Friday, July 13, 2007

Business Ethics & Multiple Intelligence

I once, while in college, received a subscription to a publication called Strategy + Business published by Booz Allen Hamilton. I never knew who gifted me this subscription, but I found the magazine profound. It had no b.s., just many solid articles on business. It didn't have the glossy, dumbed down glam of Time, but rather the serious intellectual quality of the New Yorker. No 'Ten Ways to Make Your Business Succeed' type articles or 'Ask Don' columns. Anyway, as part of this project, I subscribed to this publication as reading material for career and mind.

I'm in the middle of an article (Howard Gardner Does Good Work by Lawrence M. Fisher). Howard Gardner is a Harvard professor in the School of Education. His relevance to business comes from his scholarly linking of cognitive development and leadership ability.

First, I admire Howard Gardner for his lifestyle. A brilliant, but frugal man who lives a professionally ethical life. Second, I like what he has to say about business ethics. When presented with the question of why should businesses concern themselves with anything more than making money (i.e. ethics), Gardner states that the survival of business may depend on it.

How bold! How profound! How true... Fisher paraphrases Gardner, too could corporate enterprises be rejected by the body politic -- consumers, employees, and even shareholders -- if they fail to generate wealth for more than a privileged few. If given a choice, he [Gardner] believes, knowledge workers will flock to companies that embrace high standards of excellence and that allow them to feel engaged with society, leaving other firms with the less talented, less motivated members of the workforce.
I have always felt this, but haven't put it so eloquently. In my business aspirations, I have always believed that I needed to not just make money (let there be no doubt that I want to make money), but to fulfill a social need and create economic and social wealth for the community my businesses operate in. I want my employees to be better compensated than anyone else around and that the communities they live in provide them a higher quality of life. Sort of like the utopia Milton Hershey envisioned for Hershey, PA, but rather than providing everything, I want to endow the employees and community businesses with the ability to do it themselves.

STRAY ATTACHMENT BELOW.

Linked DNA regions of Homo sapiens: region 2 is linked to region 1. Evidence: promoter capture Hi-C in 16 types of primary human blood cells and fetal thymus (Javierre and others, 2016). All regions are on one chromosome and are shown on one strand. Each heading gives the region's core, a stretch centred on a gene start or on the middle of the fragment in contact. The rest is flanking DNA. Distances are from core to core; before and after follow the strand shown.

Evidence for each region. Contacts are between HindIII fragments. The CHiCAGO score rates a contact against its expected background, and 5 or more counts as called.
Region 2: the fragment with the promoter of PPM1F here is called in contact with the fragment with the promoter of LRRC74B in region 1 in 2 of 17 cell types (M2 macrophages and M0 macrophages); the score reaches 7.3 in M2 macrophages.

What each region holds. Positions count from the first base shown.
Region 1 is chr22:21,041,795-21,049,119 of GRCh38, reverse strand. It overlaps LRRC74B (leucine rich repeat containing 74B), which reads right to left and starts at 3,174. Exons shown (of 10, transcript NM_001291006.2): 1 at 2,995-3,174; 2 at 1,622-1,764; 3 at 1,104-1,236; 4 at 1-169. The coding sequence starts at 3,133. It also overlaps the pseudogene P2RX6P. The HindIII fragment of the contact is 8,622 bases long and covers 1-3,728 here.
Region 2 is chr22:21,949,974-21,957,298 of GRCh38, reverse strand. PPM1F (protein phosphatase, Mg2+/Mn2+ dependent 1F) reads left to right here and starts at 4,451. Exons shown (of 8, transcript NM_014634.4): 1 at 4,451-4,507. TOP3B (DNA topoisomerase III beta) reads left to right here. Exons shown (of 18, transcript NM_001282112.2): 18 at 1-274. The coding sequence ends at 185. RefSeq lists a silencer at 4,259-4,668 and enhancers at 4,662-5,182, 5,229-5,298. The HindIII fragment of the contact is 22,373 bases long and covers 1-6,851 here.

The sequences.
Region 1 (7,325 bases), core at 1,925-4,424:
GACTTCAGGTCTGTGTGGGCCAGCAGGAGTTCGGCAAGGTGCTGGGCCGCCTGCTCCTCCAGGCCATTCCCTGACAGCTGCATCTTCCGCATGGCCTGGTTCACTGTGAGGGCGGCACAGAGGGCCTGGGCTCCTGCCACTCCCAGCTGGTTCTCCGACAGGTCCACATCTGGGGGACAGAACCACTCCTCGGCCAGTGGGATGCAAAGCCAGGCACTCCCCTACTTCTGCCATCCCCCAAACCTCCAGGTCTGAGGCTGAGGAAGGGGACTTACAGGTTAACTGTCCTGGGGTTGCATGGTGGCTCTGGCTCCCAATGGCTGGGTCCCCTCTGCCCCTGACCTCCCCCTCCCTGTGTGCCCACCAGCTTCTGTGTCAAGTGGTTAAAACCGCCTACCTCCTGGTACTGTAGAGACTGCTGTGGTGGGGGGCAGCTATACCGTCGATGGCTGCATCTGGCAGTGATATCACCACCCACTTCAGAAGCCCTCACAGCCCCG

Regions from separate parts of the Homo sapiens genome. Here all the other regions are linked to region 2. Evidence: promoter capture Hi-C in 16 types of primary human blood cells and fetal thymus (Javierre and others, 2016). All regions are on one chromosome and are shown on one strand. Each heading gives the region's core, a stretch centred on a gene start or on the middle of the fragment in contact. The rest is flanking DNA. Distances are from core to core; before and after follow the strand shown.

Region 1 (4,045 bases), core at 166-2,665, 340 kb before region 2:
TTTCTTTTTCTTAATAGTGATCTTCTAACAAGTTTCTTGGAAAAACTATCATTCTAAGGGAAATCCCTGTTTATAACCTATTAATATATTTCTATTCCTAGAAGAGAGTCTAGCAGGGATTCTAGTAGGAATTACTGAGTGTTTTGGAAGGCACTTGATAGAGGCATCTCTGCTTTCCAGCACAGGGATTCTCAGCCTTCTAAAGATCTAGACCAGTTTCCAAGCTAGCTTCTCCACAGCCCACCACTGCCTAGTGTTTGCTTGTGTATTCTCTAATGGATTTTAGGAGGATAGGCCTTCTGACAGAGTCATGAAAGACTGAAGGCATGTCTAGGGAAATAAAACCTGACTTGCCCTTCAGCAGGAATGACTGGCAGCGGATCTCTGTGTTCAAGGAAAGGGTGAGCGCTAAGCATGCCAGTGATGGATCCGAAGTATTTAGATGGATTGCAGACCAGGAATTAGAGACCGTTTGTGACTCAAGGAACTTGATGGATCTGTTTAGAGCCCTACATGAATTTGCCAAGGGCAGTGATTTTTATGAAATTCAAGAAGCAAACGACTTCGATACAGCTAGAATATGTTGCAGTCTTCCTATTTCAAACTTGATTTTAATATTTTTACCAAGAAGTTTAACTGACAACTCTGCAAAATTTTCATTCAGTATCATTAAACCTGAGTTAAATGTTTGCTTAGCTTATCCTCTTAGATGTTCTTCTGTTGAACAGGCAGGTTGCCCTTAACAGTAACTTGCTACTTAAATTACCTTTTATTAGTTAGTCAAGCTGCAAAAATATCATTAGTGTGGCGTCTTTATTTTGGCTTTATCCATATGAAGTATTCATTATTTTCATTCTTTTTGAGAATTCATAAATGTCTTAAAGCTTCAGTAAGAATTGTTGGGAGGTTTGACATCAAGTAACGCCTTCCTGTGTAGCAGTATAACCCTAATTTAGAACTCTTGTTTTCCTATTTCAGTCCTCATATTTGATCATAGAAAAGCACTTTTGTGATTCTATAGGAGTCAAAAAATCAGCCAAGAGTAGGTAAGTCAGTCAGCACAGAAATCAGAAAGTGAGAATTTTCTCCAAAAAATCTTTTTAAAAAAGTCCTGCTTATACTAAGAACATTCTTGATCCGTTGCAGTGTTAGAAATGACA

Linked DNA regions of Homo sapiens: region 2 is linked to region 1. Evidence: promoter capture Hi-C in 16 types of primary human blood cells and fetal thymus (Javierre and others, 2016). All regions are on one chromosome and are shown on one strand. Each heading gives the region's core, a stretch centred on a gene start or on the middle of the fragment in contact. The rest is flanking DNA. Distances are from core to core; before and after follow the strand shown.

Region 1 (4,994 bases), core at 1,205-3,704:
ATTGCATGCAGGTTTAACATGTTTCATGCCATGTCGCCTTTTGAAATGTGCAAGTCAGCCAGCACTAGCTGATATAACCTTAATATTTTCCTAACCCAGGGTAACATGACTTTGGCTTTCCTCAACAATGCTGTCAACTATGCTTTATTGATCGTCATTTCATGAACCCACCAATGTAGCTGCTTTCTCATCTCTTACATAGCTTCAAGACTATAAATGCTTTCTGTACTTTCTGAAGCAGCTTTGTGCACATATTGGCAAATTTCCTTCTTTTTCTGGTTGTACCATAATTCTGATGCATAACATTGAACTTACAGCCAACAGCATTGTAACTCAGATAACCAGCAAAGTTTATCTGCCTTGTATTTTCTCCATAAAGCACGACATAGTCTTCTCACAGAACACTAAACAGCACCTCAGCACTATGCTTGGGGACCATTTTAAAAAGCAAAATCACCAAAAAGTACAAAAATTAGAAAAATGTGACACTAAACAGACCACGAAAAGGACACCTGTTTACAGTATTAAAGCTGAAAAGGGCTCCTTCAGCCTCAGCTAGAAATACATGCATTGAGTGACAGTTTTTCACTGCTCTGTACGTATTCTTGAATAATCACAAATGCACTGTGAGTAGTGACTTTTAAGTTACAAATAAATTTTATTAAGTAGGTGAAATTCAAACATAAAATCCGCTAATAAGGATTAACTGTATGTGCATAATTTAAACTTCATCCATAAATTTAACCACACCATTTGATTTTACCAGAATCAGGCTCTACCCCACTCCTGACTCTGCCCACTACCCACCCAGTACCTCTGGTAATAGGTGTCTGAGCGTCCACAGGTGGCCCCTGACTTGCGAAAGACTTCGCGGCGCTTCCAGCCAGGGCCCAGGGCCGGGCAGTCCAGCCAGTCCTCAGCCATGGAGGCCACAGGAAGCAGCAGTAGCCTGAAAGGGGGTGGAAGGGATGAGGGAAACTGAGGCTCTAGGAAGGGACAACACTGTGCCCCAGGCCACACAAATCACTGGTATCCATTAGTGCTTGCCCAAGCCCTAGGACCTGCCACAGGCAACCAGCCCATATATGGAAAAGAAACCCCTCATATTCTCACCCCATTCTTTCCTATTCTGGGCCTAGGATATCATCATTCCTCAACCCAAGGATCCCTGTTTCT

Another quick mention in the article is about Gardner's other studies. There are two that caught my eye. The first put forth in his book, Five Minds for the Future. The second in Creating Minds. Both of these I'll put on my reading list.

Five Minds "posits five sets of congnitive capabilities that will be any successful citizen, professional, or businessperson. These include the 'disciplined mind,' the 'synthesizing mind,' the 'creative mind,' the 'respectful mind,' and the 'ethical mind'" (Fisher). The article sprung forth from this last 'mind,' but I find a great interest in reading more about the others.

Creating Minds
interests me because of my daughters. Fisher writes of the book's posit, "Children do indeed know how to play, but achieving sustained creativity requires first mastering a particular domain, whether classical piano or particle physics, which in turn requires at least 10 years of intense study, generally amid a community of supportive individuals." I've suspected this after watching my 6 year old daughter jump from activity to activity, never spending more than a couple weeks learning anything. Karate, gymnastics, dance, theater, t-ball, ballet, horseback riding, authorship, singing... they never lasted and I can't say she actually achieved any true understanding, much less mastery, of these disciplines. I know that I've found in my own life a great difficulty focusing on anything or achieving true mastery over anything. I think it's because I was allowed to "do whatever I wanted" and my childhood and adolescent genius was spent on who-knows-what, rather than focused on any one discipline.

In summary, a great article on a great subject. And an interesting author for me to explore more.

Fisher, Lawrence M. "Howard Gardner Does Good Work." Strategy + Business Summer 2007: 82-91.

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